Potassium 40 argon 40 dating
The target mineral is separated using heavy liquids, then hand-picked under the microscope for the purest possible sample.
This mineral sample is then baked gently overnight in a vacuum furnace.
Young rocks have low levels of Ar, so as much as several kilograms may be needed.
Rock samples are recorded, marked, sealed and kept free of contamination and excessive heat on the way to the lab.
But micas, plagioclase, hornblende, clays and other minerals can yield good data, as can whole-rock analyses.
The rock sample to be dated must be chosen very carefully.
Any alteration or fracturing means that the potassium or the argon or both have been disturbed.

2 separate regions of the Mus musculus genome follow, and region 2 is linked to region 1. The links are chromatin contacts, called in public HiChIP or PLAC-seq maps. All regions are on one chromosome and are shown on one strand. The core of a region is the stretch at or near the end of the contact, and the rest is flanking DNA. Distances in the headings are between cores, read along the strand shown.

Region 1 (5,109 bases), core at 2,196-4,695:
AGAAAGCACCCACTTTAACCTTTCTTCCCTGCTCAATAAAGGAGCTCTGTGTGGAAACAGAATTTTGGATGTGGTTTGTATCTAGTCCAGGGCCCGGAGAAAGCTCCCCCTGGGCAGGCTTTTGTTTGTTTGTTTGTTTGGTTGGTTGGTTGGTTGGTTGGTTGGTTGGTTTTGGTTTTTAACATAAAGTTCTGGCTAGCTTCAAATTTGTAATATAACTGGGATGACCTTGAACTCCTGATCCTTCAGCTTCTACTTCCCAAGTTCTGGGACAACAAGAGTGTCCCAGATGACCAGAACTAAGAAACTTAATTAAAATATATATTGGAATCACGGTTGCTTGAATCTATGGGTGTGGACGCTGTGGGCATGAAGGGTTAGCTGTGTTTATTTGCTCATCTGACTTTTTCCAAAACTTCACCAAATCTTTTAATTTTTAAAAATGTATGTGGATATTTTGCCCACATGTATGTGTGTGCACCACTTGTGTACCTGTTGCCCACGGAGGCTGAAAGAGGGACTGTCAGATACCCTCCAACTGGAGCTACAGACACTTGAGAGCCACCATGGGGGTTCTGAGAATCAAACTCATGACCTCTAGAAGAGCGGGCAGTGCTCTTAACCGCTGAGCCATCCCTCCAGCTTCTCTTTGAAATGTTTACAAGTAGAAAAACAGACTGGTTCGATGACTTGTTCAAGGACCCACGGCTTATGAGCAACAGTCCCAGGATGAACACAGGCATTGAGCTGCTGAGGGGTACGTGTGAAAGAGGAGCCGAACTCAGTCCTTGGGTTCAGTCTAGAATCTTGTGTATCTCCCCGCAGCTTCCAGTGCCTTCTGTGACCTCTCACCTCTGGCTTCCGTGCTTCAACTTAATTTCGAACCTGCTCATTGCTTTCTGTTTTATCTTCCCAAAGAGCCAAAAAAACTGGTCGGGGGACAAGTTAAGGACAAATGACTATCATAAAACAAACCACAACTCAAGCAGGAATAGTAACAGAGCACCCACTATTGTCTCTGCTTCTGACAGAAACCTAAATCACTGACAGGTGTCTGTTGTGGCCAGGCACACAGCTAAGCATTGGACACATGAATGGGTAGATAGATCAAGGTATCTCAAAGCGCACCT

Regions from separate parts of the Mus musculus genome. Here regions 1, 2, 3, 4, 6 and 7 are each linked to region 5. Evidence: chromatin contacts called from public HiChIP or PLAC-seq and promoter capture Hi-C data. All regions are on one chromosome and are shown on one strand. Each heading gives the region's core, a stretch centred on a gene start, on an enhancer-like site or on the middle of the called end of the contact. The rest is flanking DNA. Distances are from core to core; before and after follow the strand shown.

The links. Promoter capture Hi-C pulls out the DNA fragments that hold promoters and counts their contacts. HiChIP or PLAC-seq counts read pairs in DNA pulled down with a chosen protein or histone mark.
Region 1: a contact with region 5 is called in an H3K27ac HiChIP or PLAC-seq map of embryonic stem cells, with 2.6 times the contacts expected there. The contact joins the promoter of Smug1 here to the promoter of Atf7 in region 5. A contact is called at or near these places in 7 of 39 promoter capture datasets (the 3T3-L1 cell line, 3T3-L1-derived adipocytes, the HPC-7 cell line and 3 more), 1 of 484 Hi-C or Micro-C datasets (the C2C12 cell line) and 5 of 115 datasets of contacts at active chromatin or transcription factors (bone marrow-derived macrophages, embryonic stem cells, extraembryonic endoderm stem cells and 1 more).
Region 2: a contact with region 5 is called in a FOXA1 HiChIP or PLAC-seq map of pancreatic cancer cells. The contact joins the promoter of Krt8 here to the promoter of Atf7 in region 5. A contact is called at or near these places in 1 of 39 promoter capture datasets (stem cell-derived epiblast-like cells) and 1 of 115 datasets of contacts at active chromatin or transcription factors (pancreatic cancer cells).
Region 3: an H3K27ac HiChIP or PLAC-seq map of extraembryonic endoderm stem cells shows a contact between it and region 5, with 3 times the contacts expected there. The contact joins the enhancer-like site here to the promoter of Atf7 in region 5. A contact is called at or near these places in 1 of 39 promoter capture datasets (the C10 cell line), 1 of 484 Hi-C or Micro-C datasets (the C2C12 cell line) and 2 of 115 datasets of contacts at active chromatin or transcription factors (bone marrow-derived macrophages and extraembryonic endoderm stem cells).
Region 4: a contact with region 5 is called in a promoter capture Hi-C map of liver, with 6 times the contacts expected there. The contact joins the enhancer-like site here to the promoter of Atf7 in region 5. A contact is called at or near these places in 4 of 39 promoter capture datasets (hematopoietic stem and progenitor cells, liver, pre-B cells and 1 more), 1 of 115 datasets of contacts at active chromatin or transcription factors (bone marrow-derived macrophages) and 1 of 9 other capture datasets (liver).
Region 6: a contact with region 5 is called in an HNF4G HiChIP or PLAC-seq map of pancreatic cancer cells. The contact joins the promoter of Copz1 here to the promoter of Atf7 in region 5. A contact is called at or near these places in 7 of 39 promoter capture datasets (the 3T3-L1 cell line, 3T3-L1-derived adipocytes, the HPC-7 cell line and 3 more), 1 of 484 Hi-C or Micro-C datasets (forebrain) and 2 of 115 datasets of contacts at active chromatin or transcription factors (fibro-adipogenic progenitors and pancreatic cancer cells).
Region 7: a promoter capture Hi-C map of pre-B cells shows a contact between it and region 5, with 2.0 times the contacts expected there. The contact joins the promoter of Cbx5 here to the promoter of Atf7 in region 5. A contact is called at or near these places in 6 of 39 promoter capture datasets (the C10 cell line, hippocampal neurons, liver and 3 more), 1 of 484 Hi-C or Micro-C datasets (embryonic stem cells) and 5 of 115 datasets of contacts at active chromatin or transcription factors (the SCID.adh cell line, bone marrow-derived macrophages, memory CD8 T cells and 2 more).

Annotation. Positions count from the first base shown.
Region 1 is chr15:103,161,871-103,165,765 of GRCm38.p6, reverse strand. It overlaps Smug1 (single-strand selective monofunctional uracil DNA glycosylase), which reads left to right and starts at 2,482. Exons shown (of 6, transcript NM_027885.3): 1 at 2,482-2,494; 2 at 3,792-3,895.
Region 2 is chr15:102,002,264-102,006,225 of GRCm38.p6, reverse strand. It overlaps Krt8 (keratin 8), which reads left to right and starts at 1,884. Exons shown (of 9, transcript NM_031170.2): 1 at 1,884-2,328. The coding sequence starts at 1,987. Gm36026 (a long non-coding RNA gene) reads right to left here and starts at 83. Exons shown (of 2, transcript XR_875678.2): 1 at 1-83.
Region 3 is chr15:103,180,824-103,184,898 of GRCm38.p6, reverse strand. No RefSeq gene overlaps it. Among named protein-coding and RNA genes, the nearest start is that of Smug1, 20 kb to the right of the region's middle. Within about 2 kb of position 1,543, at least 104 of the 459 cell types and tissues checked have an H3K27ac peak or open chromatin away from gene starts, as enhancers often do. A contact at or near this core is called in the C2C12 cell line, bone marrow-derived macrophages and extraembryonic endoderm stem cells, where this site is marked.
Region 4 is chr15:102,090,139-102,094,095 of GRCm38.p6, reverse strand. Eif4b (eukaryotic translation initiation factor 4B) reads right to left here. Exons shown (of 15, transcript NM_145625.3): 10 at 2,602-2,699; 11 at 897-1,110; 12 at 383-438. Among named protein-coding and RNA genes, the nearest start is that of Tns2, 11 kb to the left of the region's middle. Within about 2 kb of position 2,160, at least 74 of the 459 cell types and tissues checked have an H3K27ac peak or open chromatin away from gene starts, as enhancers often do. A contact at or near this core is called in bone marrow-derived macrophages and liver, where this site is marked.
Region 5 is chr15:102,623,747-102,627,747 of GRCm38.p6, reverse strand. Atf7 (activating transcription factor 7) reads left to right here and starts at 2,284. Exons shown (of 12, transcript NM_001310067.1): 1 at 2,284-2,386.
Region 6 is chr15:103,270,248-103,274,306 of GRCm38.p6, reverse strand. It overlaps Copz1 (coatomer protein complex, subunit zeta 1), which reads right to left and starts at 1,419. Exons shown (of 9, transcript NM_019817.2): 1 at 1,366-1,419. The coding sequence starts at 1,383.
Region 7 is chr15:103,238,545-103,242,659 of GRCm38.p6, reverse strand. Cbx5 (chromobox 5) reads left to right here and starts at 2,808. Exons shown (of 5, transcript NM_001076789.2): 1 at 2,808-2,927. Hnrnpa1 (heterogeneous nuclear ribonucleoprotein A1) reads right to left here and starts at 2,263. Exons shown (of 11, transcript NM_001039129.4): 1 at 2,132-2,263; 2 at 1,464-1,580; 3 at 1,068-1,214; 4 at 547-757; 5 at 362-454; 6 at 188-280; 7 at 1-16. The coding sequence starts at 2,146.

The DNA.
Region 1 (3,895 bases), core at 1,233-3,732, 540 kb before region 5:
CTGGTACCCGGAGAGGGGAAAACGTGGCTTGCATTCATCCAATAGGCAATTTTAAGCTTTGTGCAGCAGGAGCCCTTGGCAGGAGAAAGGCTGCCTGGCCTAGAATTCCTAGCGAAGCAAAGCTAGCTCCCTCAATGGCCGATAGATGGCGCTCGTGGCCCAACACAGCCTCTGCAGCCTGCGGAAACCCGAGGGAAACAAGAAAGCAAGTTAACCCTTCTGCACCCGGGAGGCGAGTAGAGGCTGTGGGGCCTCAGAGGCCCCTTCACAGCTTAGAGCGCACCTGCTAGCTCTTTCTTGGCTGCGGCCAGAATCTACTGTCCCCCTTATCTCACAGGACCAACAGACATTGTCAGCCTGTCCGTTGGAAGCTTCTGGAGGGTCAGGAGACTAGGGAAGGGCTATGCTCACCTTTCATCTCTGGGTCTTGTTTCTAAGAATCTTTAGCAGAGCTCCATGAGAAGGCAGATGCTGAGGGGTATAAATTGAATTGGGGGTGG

Another concern with K-Ar dating is that it relies on there being no Ar in the rock when it was originally formed, or added to it between its formation and our application of the K-Ar method.
Because argon is inert, it cannot be chemically incorporated in the minerals when they are formed, but it can be physically trapped in the rocks either during or after formation. If the source of this argon is atmospheric contamination, then we can correct for this.Potassium occurs in two stable isotopes (Ar atoms trapped inside minerals.